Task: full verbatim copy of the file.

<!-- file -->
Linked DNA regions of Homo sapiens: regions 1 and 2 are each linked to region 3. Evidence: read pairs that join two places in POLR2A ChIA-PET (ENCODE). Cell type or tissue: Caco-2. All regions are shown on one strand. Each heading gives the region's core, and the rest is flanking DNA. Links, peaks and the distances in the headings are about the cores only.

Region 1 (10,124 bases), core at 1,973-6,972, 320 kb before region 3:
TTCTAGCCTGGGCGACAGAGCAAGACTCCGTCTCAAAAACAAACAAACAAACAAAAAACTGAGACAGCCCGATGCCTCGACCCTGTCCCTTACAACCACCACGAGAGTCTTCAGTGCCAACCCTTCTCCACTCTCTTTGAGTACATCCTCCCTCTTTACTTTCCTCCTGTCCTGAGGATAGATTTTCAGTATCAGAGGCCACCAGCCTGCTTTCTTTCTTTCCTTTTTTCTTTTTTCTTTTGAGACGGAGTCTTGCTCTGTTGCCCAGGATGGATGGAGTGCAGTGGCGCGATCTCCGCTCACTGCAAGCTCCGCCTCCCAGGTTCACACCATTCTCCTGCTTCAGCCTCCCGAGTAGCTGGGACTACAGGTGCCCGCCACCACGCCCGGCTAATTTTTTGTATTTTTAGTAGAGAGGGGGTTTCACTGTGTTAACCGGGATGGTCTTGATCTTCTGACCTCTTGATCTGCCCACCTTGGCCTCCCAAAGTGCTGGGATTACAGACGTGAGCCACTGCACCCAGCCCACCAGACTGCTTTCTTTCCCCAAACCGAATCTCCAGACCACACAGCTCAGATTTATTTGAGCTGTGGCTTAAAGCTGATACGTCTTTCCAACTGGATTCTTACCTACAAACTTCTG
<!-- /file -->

Linked DNA regions of Homo sapiens: regions 1 and 2 are each linked to region 3. Evidence: read pairs that join two places in POLR2A ChIA-PET (ENCODE). Cell type or tissue: Caco-2. All regions are shown on one strand. Each heading gives the region's core, and the rest is flanking DNA. Links, peaks and the distances in the headings are about the cores only.

Region 1 (10,124 bases), core at 1,973-6,972, 320 kb before region 3:
TTCTAGCCTGGGCGACAGAGCAAGACTCCGTCTCAAAAACAAACAAACAAACAAAAAACTGAGACAGCCCGATGCCTCGACCCTGTCCCTTACAACCACCACGAGAGTCTTCAGTGCCAACCCTTCTCCACTCTCTTTGAGTACATCCTCCCTCTTTACTTTCCTCCTGTCCTGAGGATAGATTTTCAGTATCAGAGGCCACCAGCCTGCTTTCTTTCTTTCCTTTTTTCTTTTTTCTTTTGAGACGGAGTCTTGCTCTGTTGCCCAGGATGGATGGAGTGCAGTGGCGCGATCTCCGCTCACTGCAAGCTCCGCCTCCCAGGTTCACACCATTCTCCTGCTTCAGCCTCCCGAGTAGCTGGGACTACAGGTGCCCGCCACCACGCCCGGCTAATTTTTTGTATTTTTAGTAGAGAGGGGGTTTCACTGTGTTAACCGGGATGGTCTTGATCTTCTGACCTCTTGATCTGCCCACCTTGGCCTCCCAAAGTGCTGGGATTACAGACGTGAGCCACTGCACCCAGCCCACCAGACTGCTTTCTTTCCCCAAACCGAATCTCCAGACCACACAGCTCAGATTTATTTGAGCTGTGGCTTAAAGCTGATACGTCTTTCCAACTGGATTCTTACCTACAAACTTCTG